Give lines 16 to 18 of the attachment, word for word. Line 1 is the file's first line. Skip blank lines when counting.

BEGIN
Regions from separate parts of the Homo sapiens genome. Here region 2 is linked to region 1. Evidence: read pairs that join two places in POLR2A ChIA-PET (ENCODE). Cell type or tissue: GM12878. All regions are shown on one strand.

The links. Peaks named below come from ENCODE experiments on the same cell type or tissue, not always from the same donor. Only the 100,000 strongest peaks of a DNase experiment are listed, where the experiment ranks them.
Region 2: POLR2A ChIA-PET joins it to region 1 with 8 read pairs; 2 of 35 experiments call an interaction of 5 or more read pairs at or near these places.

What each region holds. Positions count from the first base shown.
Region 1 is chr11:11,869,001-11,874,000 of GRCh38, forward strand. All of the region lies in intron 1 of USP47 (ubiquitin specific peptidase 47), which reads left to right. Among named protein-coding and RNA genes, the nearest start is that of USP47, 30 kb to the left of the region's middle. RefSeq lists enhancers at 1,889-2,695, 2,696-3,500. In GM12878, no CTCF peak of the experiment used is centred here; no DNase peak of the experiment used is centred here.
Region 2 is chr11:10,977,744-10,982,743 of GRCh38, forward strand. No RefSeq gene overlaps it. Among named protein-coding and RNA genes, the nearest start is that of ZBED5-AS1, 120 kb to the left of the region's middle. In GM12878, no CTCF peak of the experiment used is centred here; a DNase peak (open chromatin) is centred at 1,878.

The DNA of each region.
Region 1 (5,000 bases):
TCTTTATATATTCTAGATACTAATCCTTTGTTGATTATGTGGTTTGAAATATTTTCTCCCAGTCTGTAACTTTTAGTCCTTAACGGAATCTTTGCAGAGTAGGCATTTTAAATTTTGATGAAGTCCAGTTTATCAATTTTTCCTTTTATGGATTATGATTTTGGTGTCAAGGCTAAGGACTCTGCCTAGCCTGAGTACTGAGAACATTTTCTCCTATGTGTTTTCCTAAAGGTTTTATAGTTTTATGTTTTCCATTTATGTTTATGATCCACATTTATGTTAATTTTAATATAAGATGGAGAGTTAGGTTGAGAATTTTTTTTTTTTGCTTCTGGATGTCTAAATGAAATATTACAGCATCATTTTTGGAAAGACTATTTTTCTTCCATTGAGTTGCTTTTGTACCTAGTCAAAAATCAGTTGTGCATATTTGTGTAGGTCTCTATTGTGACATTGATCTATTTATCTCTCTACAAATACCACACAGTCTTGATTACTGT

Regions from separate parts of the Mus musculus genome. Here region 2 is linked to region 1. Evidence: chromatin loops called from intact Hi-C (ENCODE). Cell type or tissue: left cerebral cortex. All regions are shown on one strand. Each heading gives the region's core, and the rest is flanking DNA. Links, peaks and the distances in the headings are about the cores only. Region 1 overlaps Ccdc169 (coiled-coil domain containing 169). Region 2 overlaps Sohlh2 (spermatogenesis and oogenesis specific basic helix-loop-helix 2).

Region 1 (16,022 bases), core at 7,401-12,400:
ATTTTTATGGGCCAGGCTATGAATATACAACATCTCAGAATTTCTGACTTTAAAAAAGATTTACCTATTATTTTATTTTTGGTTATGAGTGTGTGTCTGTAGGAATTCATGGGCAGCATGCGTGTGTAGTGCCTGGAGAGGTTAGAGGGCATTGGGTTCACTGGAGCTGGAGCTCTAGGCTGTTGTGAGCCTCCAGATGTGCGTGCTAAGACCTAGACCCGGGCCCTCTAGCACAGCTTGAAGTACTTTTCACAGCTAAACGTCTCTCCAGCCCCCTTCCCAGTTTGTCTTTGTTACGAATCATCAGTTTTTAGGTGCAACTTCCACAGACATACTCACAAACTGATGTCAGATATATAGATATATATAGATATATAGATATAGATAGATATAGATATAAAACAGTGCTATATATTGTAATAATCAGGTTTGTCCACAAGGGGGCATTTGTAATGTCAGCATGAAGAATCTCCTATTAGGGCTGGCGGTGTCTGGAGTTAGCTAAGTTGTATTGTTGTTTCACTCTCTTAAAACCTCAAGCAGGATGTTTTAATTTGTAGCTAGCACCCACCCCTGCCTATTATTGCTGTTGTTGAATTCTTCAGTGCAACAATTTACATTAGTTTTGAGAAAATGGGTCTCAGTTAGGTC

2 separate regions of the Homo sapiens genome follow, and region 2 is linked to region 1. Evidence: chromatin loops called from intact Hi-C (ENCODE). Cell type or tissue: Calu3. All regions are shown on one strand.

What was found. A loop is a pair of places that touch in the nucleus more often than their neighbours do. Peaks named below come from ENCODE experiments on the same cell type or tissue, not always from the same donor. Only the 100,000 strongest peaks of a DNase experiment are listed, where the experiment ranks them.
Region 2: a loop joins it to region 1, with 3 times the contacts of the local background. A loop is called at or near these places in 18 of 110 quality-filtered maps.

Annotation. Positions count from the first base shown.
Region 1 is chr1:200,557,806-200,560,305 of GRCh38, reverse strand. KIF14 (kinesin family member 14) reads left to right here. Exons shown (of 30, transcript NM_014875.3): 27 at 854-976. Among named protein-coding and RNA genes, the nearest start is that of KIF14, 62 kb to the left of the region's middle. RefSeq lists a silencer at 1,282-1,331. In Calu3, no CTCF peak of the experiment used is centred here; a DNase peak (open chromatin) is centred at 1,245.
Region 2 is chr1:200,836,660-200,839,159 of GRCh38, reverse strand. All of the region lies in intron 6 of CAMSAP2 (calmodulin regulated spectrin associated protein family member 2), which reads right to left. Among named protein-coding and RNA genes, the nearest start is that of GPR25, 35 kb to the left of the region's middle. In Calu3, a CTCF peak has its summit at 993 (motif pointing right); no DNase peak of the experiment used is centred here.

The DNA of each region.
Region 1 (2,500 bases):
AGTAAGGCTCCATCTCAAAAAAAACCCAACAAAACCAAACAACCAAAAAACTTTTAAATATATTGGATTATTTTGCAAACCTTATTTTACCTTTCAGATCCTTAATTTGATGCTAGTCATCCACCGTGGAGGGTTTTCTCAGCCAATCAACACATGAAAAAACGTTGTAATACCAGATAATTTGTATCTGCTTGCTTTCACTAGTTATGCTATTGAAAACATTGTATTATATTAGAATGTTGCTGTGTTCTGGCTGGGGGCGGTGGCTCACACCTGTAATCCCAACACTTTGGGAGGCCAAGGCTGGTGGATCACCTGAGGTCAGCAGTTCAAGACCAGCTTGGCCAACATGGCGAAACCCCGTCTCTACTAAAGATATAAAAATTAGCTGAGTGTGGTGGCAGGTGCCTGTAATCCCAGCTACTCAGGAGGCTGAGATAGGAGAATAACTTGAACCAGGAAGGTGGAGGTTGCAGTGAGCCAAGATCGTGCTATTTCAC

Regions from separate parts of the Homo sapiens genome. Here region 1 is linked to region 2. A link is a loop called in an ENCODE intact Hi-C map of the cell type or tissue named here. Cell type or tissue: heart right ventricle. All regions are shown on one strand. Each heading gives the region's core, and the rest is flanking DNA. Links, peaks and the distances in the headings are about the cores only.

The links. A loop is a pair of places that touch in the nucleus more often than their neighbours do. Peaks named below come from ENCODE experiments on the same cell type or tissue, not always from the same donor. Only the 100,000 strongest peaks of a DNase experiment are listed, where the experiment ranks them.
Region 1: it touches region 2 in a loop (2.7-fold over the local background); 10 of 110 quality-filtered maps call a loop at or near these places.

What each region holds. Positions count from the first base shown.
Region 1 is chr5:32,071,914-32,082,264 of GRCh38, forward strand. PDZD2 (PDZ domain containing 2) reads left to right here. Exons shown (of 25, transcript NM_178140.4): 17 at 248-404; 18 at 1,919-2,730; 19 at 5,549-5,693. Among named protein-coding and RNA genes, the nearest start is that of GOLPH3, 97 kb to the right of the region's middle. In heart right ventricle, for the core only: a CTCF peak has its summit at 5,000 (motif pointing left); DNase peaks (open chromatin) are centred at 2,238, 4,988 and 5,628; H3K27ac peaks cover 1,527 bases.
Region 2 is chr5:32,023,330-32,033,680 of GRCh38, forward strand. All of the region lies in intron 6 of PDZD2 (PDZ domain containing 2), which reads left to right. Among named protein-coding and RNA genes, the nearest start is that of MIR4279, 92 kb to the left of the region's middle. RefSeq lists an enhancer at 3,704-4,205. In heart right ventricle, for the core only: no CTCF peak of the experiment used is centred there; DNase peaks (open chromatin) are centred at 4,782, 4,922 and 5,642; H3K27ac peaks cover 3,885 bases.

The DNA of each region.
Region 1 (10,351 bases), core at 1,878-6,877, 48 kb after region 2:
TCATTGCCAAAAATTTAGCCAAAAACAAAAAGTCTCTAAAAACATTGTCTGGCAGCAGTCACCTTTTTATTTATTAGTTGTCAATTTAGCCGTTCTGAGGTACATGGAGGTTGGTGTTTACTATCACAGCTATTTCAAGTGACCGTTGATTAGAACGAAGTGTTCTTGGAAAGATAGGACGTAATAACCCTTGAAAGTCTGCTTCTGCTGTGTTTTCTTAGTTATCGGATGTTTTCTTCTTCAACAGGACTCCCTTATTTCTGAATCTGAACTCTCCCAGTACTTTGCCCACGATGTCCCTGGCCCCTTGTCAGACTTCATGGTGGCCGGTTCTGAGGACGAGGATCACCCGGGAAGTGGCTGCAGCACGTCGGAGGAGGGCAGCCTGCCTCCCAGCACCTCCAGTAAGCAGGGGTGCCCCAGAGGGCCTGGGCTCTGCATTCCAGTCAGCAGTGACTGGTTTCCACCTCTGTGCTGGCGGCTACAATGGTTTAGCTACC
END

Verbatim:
Annotation. Positions count from the first base shown.
Region 1 is chr1:200,557,806-200,560,305 of GRCh38, reverse strand. KIF14 (kinesin family member 14) reads left to right here. Exons shown (of 30, transcript NM_014875.3): 27 at 854-976. Among named protein-coding and RNA genes, the nearest start is that of KIF14, 62 kb to the left of the region's middle. RefSeq lists a silencer at 1,282-1,331. In Calu3, no CTCF peak of the experiment used is centred here; a DNase peak (open chromatin) is centred at 1,245.
Region 2 is chr1:200,836,660-200,839,159 of GRCh38, reverse strand. All of the region lies in intron 6 of CAMSAP2 (calmodulin regulated spectrin associated protein family member 2), which reads right to left. Among named protein-coding and RNA genes, the nearest start is that of GPR25, 35 kb to the left of the region's middle. In Calu3, a CTCF peak has its summit at 993 (motif pointing right); no DNase peak of the experiment used is centred here.